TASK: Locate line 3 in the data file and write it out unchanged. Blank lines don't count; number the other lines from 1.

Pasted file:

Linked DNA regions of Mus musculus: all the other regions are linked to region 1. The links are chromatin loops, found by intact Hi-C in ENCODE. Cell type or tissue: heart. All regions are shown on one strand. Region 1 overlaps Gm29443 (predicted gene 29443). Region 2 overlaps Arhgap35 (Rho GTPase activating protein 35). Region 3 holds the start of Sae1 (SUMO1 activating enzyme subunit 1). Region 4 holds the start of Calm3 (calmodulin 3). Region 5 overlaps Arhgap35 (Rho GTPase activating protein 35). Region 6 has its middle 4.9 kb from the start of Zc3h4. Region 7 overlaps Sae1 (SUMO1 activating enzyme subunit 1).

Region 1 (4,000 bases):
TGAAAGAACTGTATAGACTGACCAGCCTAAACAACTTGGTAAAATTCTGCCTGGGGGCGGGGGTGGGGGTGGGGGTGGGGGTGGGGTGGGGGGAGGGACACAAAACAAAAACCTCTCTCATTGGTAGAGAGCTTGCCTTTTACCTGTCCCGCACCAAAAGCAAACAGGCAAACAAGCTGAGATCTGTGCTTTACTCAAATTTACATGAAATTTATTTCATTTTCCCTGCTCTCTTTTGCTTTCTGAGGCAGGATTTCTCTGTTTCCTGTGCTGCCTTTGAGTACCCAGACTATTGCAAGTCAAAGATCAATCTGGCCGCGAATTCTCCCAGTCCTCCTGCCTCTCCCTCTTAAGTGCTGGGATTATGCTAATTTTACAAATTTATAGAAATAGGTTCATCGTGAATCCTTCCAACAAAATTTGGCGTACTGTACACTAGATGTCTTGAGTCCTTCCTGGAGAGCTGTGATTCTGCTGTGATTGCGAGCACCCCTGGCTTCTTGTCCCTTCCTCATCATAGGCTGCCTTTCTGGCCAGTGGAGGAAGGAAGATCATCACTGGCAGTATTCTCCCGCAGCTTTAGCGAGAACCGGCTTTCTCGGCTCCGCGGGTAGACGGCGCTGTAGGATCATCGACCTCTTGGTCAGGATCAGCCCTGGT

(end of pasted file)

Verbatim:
TGAAAGAACTGTATAGACTGACCAGCCTAAACAACTTGGTAAAATTCTGCCTGGGGGCGGGGGTGGGGGTGGGGGTGGGGGTGGGGTGGGGGGAGGGACACAAAACAAAAACCTCTCTCATTGGTAGAGAGCTTGCCTTTTACCTGTCCCGCACCAAAAGCAAACAGGCAAACAAGCTGAGATCTGTGCTTTACTCAAATTTACATGAAATTTATTTCATTTTCCCTGCTCTCTTTTGCTTTCTGAGGCAGGATTTCTCTGTTTCCTGTGCTGCCTTTGAGTACCCAGACTATTGCAAGTCAAAGATCAATCTGGCCGCGAATTCTCCCAGTCCTCCTGCCTCTCCCTCTTAAGTGCTGGGATTATGCTAATTTTACAAATTTATAGAAATAGGTTCATCGTGAATCCTTCCAACAAAATTTGGCGTACTGTACACTAGATGTCTTGAGTCCTTCCTGGAGAGCTGTGATTCTGCTGTGATTGCGAGCACCCCTGGCTTCTTGTCCCTTCCTCATCATAGGCTGCCTTTCTGGCCAGTGGAGGAAGGAAGATCATCACTGGCAGTATTCTCCCGCAGCTTTAGCGAGAACCGGCTTTCTCGGCTCCGCGGGTAGACGGCGCTGTAGGATCATCGACCTCTTGGTCAGGATCAGCCCTGGT